Today if someone mentions a “salon” you probably think about a haircut or manicure. But in the 18th century, prior to the French Revolution, salons were the focus of civil debate, intellectual curiosity, and culture. They were centres of discussion on everything from manners to literature to philosophy to science. And they were run by women. Salons were the bright stars of the Enlightenment; cauldrons of intellectual, cultural, and social development.
More than ever, we need a salon culture today. Social media is driving us to ignorance, stupidity, rigidly polarized views, and a culture of confrontation and abuse.
Guests to salons were invited to attend by the salonnières who ran them, and meetings were held in the host’s home, often in her bedroom. Should a guest engage too loudly, exhibit bad manners while there, express themselves too foolishly or show ignorance of the topics under discussion, they were not invited back. And in a highly social society like 18th-century France, to be exiled from participation was a humiliating loss of face. To be well-regarded, one needed to be an active and engaging participant in the salon culture: you gained more points for being amusing, witty, well-read, well-spoken, and polite.
Participants weren’t selected simply for their charm or wit: hosts wanted challenge, lively discussion, and even controversy. They chose people who could offer contrast; those who could speak to opposing views and raise difficult questions for proponents to wrestle with. Salons were even places for musicians, composers, painters, and poets to show off their work and have them critiqued by the guests.
Salons were egalitarian: men and women both participated and engaged in the discussions, breaking away from the male-dominated society of the time, and providing both an informal education for women and an opportunity for them to develop their own views. Women could engage in political discussion in salons while they were barred from them outside. But they also allowed the aristocracy and the bourgeoise to mix and mingle; to engage in ways they could not do outside the salon, breaking down the social barriers.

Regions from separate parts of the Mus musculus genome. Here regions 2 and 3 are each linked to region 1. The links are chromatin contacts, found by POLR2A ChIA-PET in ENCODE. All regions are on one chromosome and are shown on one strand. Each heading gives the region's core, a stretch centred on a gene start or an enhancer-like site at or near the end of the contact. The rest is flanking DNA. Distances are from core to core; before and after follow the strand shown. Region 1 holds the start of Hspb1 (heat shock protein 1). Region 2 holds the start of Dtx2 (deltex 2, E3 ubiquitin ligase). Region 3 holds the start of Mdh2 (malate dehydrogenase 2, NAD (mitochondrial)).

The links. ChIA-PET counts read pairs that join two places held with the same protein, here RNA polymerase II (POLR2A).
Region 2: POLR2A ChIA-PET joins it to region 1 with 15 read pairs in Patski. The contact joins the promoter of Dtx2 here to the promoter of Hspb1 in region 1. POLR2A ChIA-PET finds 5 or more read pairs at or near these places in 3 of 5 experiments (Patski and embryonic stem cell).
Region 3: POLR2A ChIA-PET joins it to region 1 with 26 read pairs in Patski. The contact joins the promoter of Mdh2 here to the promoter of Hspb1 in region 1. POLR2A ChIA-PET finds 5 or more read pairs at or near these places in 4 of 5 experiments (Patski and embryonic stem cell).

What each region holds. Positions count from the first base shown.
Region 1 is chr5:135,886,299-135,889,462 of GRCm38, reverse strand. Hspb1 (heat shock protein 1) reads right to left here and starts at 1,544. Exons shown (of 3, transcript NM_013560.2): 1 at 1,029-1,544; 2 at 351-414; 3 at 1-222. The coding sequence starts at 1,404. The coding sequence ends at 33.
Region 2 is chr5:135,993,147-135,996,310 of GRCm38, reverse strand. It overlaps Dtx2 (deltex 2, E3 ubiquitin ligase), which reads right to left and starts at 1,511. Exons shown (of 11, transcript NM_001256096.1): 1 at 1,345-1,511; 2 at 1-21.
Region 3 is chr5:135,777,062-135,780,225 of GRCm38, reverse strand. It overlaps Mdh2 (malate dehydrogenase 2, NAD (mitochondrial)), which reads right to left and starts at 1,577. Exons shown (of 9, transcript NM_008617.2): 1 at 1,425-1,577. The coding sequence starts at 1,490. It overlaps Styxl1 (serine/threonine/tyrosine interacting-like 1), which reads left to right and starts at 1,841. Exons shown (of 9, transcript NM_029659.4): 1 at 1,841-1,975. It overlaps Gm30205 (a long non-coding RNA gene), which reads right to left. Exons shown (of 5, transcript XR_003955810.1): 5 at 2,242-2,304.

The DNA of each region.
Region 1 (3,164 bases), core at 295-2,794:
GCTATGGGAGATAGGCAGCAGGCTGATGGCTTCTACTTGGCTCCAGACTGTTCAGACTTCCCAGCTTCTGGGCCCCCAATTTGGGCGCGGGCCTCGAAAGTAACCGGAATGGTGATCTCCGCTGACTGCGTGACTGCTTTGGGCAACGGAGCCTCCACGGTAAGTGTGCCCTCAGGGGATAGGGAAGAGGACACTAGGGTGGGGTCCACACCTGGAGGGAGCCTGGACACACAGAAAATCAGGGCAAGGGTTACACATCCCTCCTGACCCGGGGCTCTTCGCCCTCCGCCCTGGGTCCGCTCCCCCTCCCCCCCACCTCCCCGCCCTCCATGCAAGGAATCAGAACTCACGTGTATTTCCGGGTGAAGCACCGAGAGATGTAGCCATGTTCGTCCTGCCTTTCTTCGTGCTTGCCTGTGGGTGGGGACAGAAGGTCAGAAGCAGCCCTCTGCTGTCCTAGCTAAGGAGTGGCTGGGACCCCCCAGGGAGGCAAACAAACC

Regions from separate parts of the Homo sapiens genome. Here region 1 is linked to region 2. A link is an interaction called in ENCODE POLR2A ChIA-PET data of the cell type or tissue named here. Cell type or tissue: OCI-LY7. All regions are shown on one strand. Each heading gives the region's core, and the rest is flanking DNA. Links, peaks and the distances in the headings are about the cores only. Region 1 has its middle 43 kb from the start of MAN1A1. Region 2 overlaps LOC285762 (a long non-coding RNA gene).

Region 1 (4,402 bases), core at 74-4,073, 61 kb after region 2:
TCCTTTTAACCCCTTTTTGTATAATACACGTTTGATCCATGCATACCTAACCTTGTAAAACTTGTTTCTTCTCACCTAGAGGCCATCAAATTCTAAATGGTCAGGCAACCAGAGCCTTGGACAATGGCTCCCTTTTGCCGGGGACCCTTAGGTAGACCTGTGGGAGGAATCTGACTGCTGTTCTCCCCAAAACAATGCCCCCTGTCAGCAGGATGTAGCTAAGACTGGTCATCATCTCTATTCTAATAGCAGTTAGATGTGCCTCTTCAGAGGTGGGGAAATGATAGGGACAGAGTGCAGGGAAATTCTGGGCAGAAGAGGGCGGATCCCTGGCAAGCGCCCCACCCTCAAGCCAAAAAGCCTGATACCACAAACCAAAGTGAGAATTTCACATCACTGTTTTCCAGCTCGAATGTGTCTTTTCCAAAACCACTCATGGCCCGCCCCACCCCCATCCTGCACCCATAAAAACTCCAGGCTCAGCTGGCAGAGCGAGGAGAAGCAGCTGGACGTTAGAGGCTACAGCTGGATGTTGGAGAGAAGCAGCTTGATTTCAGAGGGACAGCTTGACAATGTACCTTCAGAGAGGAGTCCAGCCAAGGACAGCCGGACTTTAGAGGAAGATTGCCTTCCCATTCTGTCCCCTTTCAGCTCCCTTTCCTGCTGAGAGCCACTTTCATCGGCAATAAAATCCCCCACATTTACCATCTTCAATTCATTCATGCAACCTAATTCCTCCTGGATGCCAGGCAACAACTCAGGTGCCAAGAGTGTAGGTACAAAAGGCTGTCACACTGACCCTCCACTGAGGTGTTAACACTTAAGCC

I was sitting in my car on main street, recently, waiting for a break in the traffic so I could back out and drive on. My backup lights were lit, my turn signal flashing, so drivers knew I was trying to exit. The parking downtown is nose-first, angled to the sidewalk, so you need to back into the oncoming traffic lane to leave. All I needed was a single driver to stop and allow me out. A few seconds of someone’s time. But even though the traffic light stopped the cars, drivers still came up right behind me to block my exit. Where, I wondered, had people’s manners gone, how had people become so uncivil that they could not even commit a simple act of courtesy?
In his book, Walden, in fact in the very first chapter, Henry David Thoreau wrote, “Most men lead lives of quiet desperation.” I would offer that today — at least based on the noisome detritus posted on social media — this is more like “lives of loud, rude selfishness and self-inflicted ignorance.” Thoreau never had the opportunity to spend an hour observing people in a grocery store or big box outlet during a pandemic, or during a Black Friday sale, but if he had I suspect his view would be closer to mine.*
Pandemic rules like wearing a mask, social distancing, one-way aisles, and using hand sanitizer serve two functions: the first and most obvious is to reduce the opportunities to spread the coronavirus, but the second is an ethical test: are you or your fellow humans even aware of or give a shit about others, or just think about yourself? If you do consider the welfare of others as equally important to your own, and you obey the rules, then you at least have some manners.
Some of these rules or policies had to be passed into law, rather than being left as a preferred code of behaviour. Leaving it up to individuals to behave maturely and responsibly, with consideration to others during a pandemic, and expecting people to exhibit a basic understanding of simple hygiene and health failed miserably early on: far too many people quickly proved too selfish, or too stupid, or both to care about others. The utter failure of many adults to act in a mature, civilized, responsible, and non-selfish manner was made evident in the anti-mask demonstrations. Rudeness and selfishness came to the fore too often to leave it up to individuals.